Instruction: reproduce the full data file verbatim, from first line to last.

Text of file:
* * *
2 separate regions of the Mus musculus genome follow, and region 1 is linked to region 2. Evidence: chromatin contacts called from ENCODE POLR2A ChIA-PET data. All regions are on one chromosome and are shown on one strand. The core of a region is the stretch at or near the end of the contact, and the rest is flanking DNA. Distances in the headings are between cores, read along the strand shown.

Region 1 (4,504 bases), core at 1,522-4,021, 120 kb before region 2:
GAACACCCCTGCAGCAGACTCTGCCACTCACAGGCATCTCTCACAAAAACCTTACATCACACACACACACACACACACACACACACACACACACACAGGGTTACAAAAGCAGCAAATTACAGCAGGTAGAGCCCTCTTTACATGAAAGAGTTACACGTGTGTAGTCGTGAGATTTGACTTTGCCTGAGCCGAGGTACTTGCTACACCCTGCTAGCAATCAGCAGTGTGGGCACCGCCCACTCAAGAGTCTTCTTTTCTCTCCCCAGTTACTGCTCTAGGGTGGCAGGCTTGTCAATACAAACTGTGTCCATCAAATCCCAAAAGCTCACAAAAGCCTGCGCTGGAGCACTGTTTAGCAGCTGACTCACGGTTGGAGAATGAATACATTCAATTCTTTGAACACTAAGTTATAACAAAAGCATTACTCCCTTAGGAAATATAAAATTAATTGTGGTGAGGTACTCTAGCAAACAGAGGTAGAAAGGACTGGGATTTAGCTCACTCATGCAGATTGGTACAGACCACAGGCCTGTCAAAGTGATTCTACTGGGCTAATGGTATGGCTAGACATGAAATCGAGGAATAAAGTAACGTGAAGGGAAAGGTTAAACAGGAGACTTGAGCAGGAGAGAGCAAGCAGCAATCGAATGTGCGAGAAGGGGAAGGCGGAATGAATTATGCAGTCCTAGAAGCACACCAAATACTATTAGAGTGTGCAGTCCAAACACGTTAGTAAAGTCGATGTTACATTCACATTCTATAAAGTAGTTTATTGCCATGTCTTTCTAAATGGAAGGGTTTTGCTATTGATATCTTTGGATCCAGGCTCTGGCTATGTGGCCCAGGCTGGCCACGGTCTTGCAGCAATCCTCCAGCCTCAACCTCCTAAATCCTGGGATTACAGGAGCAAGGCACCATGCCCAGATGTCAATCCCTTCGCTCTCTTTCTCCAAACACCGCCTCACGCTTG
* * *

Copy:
2 separate regions of the Mus musculus genome follow, and region 1 is linked to region 2. Evidence: chromatin contacts called from ENCODE POLR2A ChIA-PET data. All regions are on one chromosome and are shown on one strand. The core of a region is the stretch at or near the end of the contact, and the rest is flanking DNA. Distances in the headings are between cores, read along the strand shown.

Region 1 (4,504 bases), core at 1,522-4,021, 120 kb before region 2:
GAACACCCCTGCAGCAGACTCTGCCACTCACAGGCATCTCTCACAAAAACCTTACATCACACACACACACACACACACACACACACACACACACACAGGGTTACAAAAGCAGCAAATTACAGCAGGTAGAGCCCTCTTTACATGAAAGAGTTACACGTGTGTAGTCGTGAGATTTGACTTTGCCTGAGCCGAGGTACTTGCTACACCCTGCTAGCAATCAGCAGTGTGGGCACCGCCCACTCAAGAGTCTTCTTTTCTCTCCCCAGTTACTGCTCTAGGGTGGCAGGCTTGTCAATACAAACTGTGTCCATCAAATCCCAAAAGCTCACAAAAGCCTGCGCTGGAGCACTGTTTAGCAGCTGACTCACGGTTGGAGAATGAATACATTCAATTCTTTGAACACTAAGTTATAACAAAAGCATTACTCCCTTAGGAAATATAAAATTAATTGTGGTGAGGTACTCTAGCAAACAGAGGTAGAAAGGACTGGGATTTAGCTCACTCATGCAGATTGGTACAGACCACAGGCCTGTCAAAGTGATTCTACTGGGCTAATGGTATGGCTAGACATGAAATCGAGGAATAAAGTAACGTGAAGGGAAAGGTTAAACAGGAGACTTGAGCAGGAGAGAGCAAGCAGCAATCGAATGTGCGAGAAGGGGAAGGCGGAATGAATTATGCAGTCCTAGAAGCACACCAAATACTATTAGAGTGTGCAGTCCAAACACGTTAGTAAAGTCGATGTTACATTCACATTCTATAAAGTAGTTTATTGCCATGTCTTTCTAAATGGAAGGGTTTTGCTATTGATATCTTTGGATCCAGGCTCTGGCTATGTGGCCCAGGCTGGCCACGGTCTTGCAGCAATCCTCCAGCCTCAACCTCCTAAATCCTGGGATTACAGGAGCAAGGCACCATGCCCAGATGTCAATCCCTTCGCTCTCTTTCTCCAAACACCGCCTCACGCTTG